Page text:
Quit smoking to reduce chances of the ‘suffocating’ lung disease

August 22, 2016

SMOKERS on Tyneside are being urged to quit and reduce their risk of developing a disease, which can leave sufferers fighting for breath, in a campaign launched today by Fresh Smokefree North East.

Our ‘Every Breath’ campaign is raising awareness of smoking and chronic obstructive pulmonary disease (COPD) and is being supported by the British Lung Foundation.


COPD is the UK’s fifth biggest killer, is mainly caused by smoking and feeling breathless is an early sign. Sufferers can end up feeling like they are suffocating and one major study even suggests at least 1 in 4 smokers will develop clinically significant COPD.

The North East is one of the hardest hit regions with an estimated 93,273 people living with the condition. In Newcastle and Gateshead, figures suggest around 19,066 people are living with COPD, while another 8302 are estimated to have the condition in North Tyneside and another 6552 people in South Tyneside.

The North East also has the highest hospital admission rates from COPD with around 8,729 people admitted in 2011.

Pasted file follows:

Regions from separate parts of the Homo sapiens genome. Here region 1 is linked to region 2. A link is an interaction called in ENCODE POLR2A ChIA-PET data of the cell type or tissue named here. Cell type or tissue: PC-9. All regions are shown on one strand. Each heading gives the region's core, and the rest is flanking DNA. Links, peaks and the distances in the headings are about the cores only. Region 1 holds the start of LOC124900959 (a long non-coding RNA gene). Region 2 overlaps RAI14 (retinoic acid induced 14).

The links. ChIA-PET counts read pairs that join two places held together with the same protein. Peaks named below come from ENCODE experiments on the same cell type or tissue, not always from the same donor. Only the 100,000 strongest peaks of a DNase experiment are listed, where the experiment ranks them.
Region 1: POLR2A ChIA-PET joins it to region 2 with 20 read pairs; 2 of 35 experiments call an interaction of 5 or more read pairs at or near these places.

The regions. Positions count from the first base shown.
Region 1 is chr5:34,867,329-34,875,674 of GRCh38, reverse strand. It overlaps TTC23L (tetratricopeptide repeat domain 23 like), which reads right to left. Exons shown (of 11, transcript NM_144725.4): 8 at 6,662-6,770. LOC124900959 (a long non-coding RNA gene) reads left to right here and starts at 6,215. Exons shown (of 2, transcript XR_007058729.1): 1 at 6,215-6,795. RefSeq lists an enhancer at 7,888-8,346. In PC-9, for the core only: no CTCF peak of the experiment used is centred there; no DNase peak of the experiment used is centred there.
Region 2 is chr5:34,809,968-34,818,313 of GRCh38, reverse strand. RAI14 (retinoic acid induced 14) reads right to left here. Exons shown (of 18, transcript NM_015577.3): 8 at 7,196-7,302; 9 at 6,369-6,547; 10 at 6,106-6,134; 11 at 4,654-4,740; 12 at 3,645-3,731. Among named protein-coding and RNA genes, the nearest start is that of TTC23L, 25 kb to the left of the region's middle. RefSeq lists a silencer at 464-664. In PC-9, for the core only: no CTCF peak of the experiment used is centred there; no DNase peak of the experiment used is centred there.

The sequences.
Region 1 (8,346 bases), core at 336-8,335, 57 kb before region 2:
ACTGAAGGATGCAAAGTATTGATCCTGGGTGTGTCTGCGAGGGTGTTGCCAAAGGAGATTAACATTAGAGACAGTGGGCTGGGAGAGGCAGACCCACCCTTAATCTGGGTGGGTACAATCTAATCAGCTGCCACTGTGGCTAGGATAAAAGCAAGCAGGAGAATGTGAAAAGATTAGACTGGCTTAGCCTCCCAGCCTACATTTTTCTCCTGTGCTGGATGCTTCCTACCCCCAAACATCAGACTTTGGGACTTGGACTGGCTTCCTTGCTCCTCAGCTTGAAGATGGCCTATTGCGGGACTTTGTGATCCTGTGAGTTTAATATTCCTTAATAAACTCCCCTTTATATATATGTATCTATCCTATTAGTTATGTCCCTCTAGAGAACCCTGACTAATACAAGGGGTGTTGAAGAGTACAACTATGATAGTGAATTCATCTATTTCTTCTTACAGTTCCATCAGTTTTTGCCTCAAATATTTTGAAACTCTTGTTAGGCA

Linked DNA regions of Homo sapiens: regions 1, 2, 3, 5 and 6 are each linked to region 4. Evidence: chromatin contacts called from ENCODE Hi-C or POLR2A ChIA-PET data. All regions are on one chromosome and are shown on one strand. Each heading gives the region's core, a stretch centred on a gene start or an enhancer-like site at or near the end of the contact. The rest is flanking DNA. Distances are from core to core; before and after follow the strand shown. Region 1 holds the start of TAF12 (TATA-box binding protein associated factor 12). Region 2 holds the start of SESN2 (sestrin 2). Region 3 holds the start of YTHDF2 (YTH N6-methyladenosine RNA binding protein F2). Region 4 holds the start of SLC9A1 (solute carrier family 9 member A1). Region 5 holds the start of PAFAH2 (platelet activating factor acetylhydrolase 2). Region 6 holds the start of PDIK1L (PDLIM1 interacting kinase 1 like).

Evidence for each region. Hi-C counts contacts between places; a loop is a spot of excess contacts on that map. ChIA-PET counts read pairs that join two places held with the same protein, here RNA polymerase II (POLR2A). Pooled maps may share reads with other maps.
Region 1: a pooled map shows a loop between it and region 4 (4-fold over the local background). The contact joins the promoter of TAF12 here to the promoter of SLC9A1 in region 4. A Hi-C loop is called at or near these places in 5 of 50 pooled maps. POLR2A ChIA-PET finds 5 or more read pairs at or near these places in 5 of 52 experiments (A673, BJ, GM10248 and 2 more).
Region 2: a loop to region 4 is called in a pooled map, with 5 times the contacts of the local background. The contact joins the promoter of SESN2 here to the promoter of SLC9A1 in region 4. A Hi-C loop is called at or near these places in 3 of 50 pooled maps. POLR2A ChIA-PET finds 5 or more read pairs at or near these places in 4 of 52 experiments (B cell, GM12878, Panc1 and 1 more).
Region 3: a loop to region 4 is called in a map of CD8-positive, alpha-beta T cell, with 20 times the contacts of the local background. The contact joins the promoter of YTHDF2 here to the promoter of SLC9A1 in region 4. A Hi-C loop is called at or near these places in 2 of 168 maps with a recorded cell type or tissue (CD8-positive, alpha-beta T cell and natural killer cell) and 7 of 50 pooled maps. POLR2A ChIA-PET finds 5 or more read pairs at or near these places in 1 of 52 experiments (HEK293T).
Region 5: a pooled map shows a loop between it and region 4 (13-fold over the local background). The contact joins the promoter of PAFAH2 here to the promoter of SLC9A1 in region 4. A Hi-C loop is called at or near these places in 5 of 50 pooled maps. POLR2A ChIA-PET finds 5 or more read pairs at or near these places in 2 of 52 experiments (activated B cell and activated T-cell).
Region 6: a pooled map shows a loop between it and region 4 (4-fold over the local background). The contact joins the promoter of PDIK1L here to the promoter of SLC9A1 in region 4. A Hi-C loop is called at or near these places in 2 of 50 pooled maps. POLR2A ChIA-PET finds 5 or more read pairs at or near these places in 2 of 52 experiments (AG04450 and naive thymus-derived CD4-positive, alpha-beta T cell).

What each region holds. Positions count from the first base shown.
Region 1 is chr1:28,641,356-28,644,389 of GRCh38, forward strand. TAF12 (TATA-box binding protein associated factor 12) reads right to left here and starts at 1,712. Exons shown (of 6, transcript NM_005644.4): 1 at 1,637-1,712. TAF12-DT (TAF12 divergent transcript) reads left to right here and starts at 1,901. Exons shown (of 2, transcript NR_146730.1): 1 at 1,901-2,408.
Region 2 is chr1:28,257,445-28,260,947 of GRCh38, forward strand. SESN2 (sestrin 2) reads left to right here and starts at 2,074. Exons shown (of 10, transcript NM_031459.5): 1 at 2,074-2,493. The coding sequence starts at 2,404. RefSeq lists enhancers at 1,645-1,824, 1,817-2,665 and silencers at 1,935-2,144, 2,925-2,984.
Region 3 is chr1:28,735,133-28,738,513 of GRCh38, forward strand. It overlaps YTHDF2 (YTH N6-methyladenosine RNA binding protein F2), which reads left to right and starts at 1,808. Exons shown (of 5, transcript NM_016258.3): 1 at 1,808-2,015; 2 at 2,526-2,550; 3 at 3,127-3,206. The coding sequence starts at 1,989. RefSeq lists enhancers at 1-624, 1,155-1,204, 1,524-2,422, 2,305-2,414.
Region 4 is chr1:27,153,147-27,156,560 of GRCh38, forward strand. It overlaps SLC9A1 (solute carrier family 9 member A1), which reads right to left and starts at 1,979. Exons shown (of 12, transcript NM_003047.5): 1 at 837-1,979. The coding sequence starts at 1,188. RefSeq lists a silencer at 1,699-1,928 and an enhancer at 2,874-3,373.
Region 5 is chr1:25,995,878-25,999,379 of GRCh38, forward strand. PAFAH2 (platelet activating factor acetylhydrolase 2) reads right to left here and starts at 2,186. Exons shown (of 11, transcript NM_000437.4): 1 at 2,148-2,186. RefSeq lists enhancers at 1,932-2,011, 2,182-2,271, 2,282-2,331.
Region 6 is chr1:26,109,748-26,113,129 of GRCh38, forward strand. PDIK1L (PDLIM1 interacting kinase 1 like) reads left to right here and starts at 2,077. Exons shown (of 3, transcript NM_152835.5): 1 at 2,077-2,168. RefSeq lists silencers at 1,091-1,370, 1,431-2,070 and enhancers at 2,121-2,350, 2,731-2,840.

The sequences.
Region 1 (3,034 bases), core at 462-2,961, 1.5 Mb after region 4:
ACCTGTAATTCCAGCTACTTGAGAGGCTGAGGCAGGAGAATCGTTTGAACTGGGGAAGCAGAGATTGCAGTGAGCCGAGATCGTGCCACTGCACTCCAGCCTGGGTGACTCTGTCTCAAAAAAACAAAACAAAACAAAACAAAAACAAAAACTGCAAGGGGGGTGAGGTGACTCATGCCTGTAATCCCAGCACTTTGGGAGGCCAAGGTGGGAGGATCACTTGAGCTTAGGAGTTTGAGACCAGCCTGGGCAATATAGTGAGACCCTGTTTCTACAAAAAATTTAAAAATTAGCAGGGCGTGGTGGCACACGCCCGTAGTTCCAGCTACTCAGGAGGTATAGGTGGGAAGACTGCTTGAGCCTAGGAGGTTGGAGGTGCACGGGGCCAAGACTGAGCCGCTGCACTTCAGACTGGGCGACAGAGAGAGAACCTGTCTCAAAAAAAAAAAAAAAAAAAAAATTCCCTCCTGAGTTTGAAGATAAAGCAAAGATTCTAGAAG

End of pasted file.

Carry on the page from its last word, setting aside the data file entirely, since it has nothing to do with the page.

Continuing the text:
COPD is an umbrella term to describe a number of lung conditions including emphysema and chronic bronchitis. With emphysema, the air sacs in the lungs are gradually destroyed with every cigarette so people have difficulty absorbing enough oxygen. The bronchi become floppy and narrow so that it becomes harder to breathe in and out.

Smoking is the single biggest cause of the condition, responsible for around 80% of cases with every cigarette smoked causing further damage. There are varying levels of severity but once the damage is done, it is irreversible. Quitting smoking is the one clear way to reduce your risk.

Ailsa Rutter, director of Fresh, said: “COPD is a disease that too many smokers are not aware of until they are diagnosed, but research suggests that more than a quarter of smokers will develop it.

“Those figures are truly alarming, especially when so many people who smoke do suffer from early warning signs like feeling short of breath but dismiss them as a “normal” part of smoking. Not being able to breathe properly is something nobody wants to happen to them,

“When we ran this campaign in 2011 thousands of people quit as a result which is why we are running it again – it is never too late to quit smoking and it is the best way to reduce the risk.”

Every Breath will run for five weeks and will be supported by hard-hitting TV advertising backed by musician Sting, radio, print and digital including an online breathing exercise where people can experience what it feels like to suffer from COPD.

Sting said, “Many people across the UK are affected by lung damage and other smoking related illnesses, particularly in the North East where I grew up. I’m pleased to support a programme which works towards giving people the motivation and support they need to quit.”

The campaign is also supported by a number of case studies including this emotional film from Colin Docherty from Sunderland.

For further information visit: everybreath.tv